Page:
I am going to run you through how I calculated the intrinsic value of Anixter International Inc (NYSE:AXE) by taking the expected future cash flows and discounting them to their present value. I will be using the Discounted Cash Flows (DCF) model. Don’t get put off by the jargon, the math behind it is actually quite straightforward. If you want to learn more about discounted cash flow, the basis for my calcs can be read in detail in the Simply Wall St analysis model. If you are reading this and its not December 2018 then I highly recommend you check out the latest calculation for Anixter International by following the link below.
Is AXE fairly valued?
I’m using the 2-stage growth model, which simply means we take in account two stages of company’s growth. In the initial period the company may have a higher growth rate and the second stage is usually assumed to have perpetual stable growth rate. To start off with we need to estimate the next five years of cash flows. For this I used the consensus of the analysts covering the stock, as you can see below. I then discount this to its value today and sum up the total to get the present value of these cash flows.
5-year cash flow estimate
|Levered FCF ($, Millions)||$208.00||$229.01||$252.15||$277.62||$305.67|
|Source||Analyst x1||Est @ 10.1%||Est @ 10.1%||Est @ 10.1%||Est @ 10.1%|
|Present Value Discounted @ 13.9%||$182.62||$176.53||$170.64||$164.96||$159.46|
Present Value of 5-year Cash Flow (PVCF)= US$854m
We now need to calculate the Terminal Value, which accounts for all the future cash flows after the five years. The Gordon Growth formula is used to calculate Terminal Value at an annual growth rate equal to the 10-year government bond rate of 2.9%. We discount this to today’s value at a cost of equity of 13.9%.
Terminal Value (TV) = FCF2022 × (1 + g) ÷ (r – g) = US$306m × (1 + 2.9%) ÷ (13.9% – 2.9%) = US$2.9b
Present Value of Terminal Value (PVTV) = TV / (1 + r)5 = US$2.9b ÷ ( 1 + 13.9%)5 = US$1.5b
The total value, or equity value, is then the sum of the present value of the cash flows, which in this case is US$2.4b. To get the intrinsic value per share, we divide this by the total number of shares outstanding, or the equivalent number if this is a depositary receipt or ADR. This results in an intrinsic value of $70.29. Compared to the current share price of $63.96, the stock is about right, perhaps slightly undervalued at a 9.0% discount to what it is available for right now.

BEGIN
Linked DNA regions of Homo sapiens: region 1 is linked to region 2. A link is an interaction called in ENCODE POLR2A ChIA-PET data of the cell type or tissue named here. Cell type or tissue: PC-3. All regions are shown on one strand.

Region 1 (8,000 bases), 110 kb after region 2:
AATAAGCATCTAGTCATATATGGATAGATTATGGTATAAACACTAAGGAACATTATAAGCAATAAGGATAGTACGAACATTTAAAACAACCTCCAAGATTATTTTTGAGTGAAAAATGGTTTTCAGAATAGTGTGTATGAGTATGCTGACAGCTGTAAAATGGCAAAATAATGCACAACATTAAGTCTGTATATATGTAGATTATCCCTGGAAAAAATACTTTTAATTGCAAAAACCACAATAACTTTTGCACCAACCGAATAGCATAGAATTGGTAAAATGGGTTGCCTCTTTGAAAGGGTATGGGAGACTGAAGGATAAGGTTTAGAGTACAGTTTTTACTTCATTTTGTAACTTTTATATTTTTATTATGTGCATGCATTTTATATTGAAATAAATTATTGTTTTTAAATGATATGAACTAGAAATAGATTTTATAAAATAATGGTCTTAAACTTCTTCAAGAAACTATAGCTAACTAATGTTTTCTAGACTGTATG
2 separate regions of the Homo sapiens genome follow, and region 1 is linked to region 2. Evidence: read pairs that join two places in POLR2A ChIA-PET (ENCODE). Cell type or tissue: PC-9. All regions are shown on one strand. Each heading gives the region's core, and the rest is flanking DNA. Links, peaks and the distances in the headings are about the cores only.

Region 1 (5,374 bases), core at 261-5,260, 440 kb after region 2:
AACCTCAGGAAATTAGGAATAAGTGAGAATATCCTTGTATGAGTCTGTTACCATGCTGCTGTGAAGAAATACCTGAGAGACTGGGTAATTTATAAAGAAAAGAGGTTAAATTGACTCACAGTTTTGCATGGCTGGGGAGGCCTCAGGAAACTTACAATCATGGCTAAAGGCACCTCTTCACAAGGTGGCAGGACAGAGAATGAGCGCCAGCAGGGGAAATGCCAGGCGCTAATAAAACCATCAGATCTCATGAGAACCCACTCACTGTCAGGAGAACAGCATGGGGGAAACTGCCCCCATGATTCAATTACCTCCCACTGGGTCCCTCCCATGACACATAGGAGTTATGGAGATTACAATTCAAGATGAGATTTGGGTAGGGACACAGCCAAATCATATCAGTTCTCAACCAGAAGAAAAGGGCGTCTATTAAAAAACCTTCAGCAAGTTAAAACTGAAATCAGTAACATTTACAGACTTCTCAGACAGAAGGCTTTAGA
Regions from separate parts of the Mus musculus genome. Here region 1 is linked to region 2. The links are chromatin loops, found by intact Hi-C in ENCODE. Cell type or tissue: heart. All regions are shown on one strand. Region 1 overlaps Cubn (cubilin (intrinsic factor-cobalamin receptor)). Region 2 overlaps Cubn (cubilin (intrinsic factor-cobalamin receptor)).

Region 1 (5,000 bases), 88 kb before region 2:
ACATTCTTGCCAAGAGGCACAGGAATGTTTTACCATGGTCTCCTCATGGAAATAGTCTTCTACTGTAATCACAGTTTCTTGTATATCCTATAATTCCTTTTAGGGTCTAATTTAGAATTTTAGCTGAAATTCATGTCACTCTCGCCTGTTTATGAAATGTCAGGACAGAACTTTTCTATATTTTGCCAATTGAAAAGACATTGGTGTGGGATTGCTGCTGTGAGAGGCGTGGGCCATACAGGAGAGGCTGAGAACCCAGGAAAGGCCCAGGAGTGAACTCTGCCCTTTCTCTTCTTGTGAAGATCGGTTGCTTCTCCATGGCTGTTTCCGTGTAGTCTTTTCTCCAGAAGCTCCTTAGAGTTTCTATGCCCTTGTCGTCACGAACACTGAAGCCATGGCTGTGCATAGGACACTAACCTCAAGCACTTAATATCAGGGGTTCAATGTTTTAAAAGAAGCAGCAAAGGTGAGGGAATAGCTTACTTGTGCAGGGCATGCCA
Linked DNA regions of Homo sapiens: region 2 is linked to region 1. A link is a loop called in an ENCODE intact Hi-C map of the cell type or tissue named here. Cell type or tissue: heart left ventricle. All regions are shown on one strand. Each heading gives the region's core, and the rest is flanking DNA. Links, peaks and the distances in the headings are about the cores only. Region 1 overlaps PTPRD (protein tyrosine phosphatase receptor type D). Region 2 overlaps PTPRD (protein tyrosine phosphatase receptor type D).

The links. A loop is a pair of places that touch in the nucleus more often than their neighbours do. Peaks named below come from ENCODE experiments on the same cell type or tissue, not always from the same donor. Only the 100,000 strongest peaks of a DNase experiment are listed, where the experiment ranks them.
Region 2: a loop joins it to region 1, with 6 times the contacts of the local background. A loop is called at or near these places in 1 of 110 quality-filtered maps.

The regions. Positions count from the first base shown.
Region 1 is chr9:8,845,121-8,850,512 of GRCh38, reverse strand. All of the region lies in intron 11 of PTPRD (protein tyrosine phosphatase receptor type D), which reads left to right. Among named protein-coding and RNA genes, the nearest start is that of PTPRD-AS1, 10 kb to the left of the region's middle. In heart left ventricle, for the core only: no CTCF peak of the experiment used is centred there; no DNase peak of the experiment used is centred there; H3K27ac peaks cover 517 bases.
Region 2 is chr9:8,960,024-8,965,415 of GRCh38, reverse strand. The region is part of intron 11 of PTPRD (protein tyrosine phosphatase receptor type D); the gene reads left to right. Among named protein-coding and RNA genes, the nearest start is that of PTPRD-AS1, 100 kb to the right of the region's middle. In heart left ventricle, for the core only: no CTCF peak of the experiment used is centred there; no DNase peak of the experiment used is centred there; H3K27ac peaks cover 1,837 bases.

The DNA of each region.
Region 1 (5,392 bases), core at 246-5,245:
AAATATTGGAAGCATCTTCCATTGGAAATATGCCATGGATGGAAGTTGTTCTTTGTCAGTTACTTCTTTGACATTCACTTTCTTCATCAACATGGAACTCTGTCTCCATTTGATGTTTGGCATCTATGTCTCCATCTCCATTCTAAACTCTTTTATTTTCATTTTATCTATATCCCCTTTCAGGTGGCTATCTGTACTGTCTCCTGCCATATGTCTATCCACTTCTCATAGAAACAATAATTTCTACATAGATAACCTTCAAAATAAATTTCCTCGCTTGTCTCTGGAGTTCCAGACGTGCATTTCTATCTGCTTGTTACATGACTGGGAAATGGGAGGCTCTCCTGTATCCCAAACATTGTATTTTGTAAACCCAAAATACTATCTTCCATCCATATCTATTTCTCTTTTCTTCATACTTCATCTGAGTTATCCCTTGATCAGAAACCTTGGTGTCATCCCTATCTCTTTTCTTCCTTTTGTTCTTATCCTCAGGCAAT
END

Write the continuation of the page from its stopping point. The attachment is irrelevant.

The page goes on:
Now the most important inputs to a discounted cash flow are the discount rate, and of course, the actual cash flows. If you don’t agree with my result, have a go at the calculation yourself and play with the assumptions. Because we are looking at Anixter International as potential shareholders, the cost of equity is used as the discount rate, rather than the cost of capital (or weighed average cost of capital, WACC) which accounts for debt. In this calculation I’ve used 13.9%, which is based on a levered beta of 1.553. This is derived from the Bottom-Up Beta method based on comparable companies, with an imposed limit between 0.8 and 2.0, which is a reasonable range for a stable business.
Valuation is only one side of the coin in terms of building your investment thesis, and it shouldn’t be the only metric you look at when researching a company. For AXE, I’ve put together three key aspects you should further research:
- Financial Health: Does AXE have a healthy balance sheet? Take a look at our free balance sheet analysis with six simple checks on key factors like leverage and risk.
- Future Earnings: How does AXE’s growth rate compare to its peers and the wider market? Dig deeper into the analyst consensus number for the upcoming years by interacting with our free analyst growth expectation chart.
- Other High Quality Alternatives: Are there other high quality stocks you could be holding instead of AXE? Explore our interactive list of high quality stocks to get an idea of what else is out there you may be missing!
PS. Simply Wall St does a DCF calculation for every US stock every 6 hours, so if you want to find the intrinsic value of any other stock just search here.
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The author is an independent contributor and at the time of publication had no position in the stocks mentioned. For errors that warrant correction please contact the editor at firstname.lastname@example.org.